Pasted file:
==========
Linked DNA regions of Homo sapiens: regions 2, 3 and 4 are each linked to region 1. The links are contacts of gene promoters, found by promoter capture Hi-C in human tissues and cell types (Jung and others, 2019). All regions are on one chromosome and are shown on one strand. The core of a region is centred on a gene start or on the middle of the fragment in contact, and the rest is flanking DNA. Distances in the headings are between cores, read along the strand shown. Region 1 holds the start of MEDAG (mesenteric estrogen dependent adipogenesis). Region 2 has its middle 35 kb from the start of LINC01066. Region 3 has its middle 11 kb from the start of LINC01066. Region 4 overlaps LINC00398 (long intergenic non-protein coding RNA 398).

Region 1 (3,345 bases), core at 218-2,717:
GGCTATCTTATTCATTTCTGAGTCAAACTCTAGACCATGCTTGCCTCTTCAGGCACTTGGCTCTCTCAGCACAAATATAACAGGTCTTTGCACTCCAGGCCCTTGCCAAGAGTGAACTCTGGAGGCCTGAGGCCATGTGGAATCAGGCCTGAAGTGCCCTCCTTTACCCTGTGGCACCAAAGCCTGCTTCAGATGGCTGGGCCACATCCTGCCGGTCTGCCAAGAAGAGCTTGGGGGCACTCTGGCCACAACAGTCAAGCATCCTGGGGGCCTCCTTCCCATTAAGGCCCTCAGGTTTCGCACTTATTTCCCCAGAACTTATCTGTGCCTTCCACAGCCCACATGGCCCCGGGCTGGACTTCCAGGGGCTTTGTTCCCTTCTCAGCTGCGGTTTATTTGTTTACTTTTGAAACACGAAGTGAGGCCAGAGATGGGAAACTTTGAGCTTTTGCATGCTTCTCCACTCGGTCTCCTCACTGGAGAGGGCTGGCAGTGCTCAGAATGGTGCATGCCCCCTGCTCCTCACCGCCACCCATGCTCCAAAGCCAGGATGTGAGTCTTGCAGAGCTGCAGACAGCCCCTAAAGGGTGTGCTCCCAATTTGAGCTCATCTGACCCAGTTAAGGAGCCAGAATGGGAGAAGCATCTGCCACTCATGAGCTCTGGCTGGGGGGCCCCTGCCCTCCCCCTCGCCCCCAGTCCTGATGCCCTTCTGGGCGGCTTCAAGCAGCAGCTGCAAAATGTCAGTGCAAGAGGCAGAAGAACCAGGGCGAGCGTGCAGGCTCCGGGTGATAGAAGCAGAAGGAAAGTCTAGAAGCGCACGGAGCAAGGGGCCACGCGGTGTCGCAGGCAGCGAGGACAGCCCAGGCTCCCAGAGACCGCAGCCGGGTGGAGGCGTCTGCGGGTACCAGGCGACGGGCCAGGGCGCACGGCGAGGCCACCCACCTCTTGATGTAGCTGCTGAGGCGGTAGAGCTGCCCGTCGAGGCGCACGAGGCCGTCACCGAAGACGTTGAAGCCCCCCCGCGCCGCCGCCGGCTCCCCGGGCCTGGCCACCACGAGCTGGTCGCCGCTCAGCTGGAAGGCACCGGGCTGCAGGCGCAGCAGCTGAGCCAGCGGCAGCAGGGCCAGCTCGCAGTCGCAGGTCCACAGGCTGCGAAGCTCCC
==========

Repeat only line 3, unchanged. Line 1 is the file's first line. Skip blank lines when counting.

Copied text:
GGCTATCTTATTCATTTCTGAGTCAAACTCTAGACCATGCTTGCCTCTTCAGGCACTTGGCTCTCTCAGCACAAATATAACAGGTCTTTGCACTCCAGGCCCTTGCCAAGAGTGAACTCTGGAGGCCTGAGGCCATGTGGAATCAGGCCTGAAGTGCCCTCCTTTACCCTGTGGCACCAAAGCCTGCTTCAGATGGCTGGGCCACATCCTGCCGGTCTGCCAAGAAGAGCTTGGGGGCACTCTGGCCACAACAGTCAAGCATCCTGGGGGCCTCCTTCCCATTAAGGCCCTCAGGTTTCGCACTTATTTCCCCAGAACTTATCTGTGCCTTCCACAGCCCACATGGCCCCGGGCTGGACTTCCAGGGGCTTTGTTCCCTTCTCAGCTGCGGTTTATTTGTTTACTTTTGAAACACGAAGTGAGGCCAGAGATGGGAAACTTTGAGCTTTTGCATGCTTCTCCACTCGGTCTCCTCACTGGAGAGGGCTGGCAGTGCTCAGAATGGTGCATGCCCCCTGCTCCTCACCGCCACCCATGCTCCAAAGCCAGGATGTGAGTCTTGCAGAGCTGCAGACAGCCCCTAAAGGGTGTGCTCCCAATTTGAGCTCATCTGACCCAGTTAAGGAGCCAGAATGGGAGAAGCATCTGCCACTCATGAGCTCTGGCTGGGGGGCCCCTGCCCTCCCCCTCGCCCCCAGTCCTGATGCCCTTCTGGGCGGCTTCAAGCAGCAGCTGCAAAATGTCAGTGCAAGAGGCAGAAGAACCAGGGCGAGCGTGCAGGCTCCGGGTGATAGAAGCAGAAGGAAAGTCTAGAAGCGCACGGAGCAAGGGGCCACGCGGTGTCGCAGGCAGCGAGGACAGCCCAGGCTCCCAGAGACCGCAGCCGGGTGGAGGCGTCTGCGGGTACCAGGCGACGGGCCAGGGCGCACGGCGAGGCCACCCACCTCTTGATGTAGCTGCTGAGGCGGTAGAGCTGCCCGTCGAGGCGCACGAGGCCGTCACCGAAGACGTTGAAGCCCCCCCGCGCCGCCGCCGGCTCCCCGGGCCTGGCCACCACGAGCTGGTCGCCGCTCAGCTGGAAGGCACCGGGCTGCAGGCGCAGCAGCTGAGCCAGCGGCAGCAGGGCCAGCTCGCAGTCGCAGGTCCACAGGCTGCGAAGCTCCC